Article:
On the road of life, in complete submission to the will of the Father, two things will alarm you. First, your sins will become apparent and alarm you, but second, and more disturbing, is you will discover the sinner you are. The first is the realization of the individual sins, the second is the realization of the person committing them. Only the believer striving to follow God with his whole heart (fully convinced heart) will come to see what his old self really is, and it is shocking and alarming.
Rom.7:9 I was once alive apart from the Law; but when the commandment came, sin became alive and I died;
ROM 7:15 For what I am doing, I do not understand; for I am not practicing what I would like to do, but I am doing the very thing I hate.
Wretched man that I am! Who will set me free from the body of this death? 25 Thanks be to God through Jesus Christ our Lord! So then, on the one hand I myself with my mind am serving the law of God, but on the other, with my flesh the law of sin.
8:1 There is therefore now no condemnation for those who are in Christ Jesus. 2 For the law of the Spirit of life in Christ Jesus has set you free from the law of sin and of death. 3 For what the Law could not do, weak as it was through the flesh, God did: sending His own Son in the likeness of sinful flesh and as an offering for sin, He condemned sin in the flesh, 4 in order that the requirement of the Law might be fulfilled in us, who do not walk according to the flesh, but according to the Spirit.
Despite what we discover about ourselves in striving to please God, the gospel tells us who God has made us to be; those who walk according to the Spirit.
Confession or acknowledgment of sin is good for the soul because it constantly reminds you that your forgiven and cleansed of all unrighteousness.
No matter what happens, we must not give up our commitment to God’s way. We always go by grace. We are always cleansed. We are always forgiven. We are always sons in the house. If the Son makes you free, you shall be free indeed. Never give up your commitment to your Father in any area of your life.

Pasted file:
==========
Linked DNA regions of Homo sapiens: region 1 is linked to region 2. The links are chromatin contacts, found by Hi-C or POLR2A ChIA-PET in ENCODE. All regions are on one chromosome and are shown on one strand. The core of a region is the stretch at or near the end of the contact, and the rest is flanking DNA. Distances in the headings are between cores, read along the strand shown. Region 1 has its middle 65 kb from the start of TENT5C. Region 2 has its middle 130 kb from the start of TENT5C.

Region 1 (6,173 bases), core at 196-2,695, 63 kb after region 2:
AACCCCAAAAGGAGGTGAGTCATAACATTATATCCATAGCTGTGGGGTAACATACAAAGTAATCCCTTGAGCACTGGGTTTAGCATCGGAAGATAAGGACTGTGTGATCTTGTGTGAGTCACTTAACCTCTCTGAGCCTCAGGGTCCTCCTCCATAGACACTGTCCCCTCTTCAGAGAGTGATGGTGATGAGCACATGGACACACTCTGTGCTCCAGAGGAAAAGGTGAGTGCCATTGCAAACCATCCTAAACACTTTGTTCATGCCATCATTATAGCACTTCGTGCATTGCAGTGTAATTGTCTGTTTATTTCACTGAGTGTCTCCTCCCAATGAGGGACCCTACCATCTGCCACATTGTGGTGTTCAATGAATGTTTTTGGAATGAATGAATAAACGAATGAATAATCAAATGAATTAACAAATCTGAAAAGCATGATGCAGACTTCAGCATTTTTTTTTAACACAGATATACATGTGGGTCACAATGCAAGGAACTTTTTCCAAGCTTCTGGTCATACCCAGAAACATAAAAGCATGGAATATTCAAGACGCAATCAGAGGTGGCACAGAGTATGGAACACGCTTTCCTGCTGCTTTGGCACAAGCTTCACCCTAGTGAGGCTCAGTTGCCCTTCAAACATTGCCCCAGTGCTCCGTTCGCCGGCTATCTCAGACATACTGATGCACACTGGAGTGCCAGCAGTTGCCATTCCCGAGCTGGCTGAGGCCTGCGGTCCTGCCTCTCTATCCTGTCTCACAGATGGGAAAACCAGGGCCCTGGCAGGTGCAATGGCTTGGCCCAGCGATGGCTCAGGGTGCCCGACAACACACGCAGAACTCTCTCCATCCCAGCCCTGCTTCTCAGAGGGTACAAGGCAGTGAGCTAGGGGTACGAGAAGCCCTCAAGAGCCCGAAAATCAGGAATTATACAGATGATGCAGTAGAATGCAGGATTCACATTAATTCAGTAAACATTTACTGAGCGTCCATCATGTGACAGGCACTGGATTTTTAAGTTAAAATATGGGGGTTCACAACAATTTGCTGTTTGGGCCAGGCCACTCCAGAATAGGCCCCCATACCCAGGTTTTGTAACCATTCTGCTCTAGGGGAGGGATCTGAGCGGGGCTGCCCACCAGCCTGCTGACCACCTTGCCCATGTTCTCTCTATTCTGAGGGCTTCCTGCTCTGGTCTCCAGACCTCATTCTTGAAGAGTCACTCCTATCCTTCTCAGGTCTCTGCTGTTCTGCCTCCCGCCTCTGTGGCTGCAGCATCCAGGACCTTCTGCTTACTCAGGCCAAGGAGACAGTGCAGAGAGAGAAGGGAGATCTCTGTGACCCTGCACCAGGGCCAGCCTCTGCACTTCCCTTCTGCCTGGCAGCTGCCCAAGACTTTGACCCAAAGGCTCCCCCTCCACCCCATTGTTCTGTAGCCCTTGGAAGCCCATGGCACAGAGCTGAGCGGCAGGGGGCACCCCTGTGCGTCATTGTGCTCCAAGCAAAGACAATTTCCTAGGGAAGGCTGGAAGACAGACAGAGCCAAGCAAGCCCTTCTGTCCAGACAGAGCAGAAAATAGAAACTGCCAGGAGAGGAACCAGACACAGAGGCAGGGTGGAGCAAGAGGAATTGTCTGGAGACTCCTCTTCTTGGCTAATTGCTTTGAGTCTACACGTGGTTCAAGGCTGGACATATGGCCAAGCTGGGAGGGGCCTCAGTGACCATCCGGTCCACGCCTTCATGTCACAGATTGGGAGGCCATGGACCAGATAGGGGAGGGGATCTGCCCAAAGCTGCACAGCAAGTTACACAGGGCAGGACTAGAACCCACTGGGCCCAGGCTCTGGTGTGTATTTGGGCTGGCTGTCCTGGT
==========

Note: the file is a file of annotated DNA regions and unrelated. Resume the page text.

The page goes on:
He told us, while He was on His journey to the cross, to deny ourselves daily and pick up our crosses and follow Him.
All Scripture is inspired by God and profitable for teaching, for reproof, for correction, for training in righteousness; 17 that the man of God may be adequate, equipped for every good work.
“adequate” - artios = fitted, complete. (from artos = a limb or joint). Jesus made us “fit in” in heaven, and now on earth He teaches us how to fit in heaven and “fit out” of the flesh/world.
It is wonderful to think of it like a limb perfectly fitting in a joint. Thus we can imagine a Christian trying to do the work of God without the true knowledge of the scripture. He will not fit the work, being awkward, stumbling, ineffective. We are to fit the work, and so it is smooth, spontaneous, joyful, effective.
“Man finds it hard to get what he wants because he does not want the best. God finds it hard to give because He would give the best, and man will not take it.” [George MacDonald, Your Life in Christ]
Jesus showed us that we had it all backwards. You were not given your life to grow it into a prideful and autonomous entity of its own. In truth, your life is not your own. You were given it so that you could lay it on God’s altar, and when you do, God promises that it will then be truly yours, which again is upside-down from the world.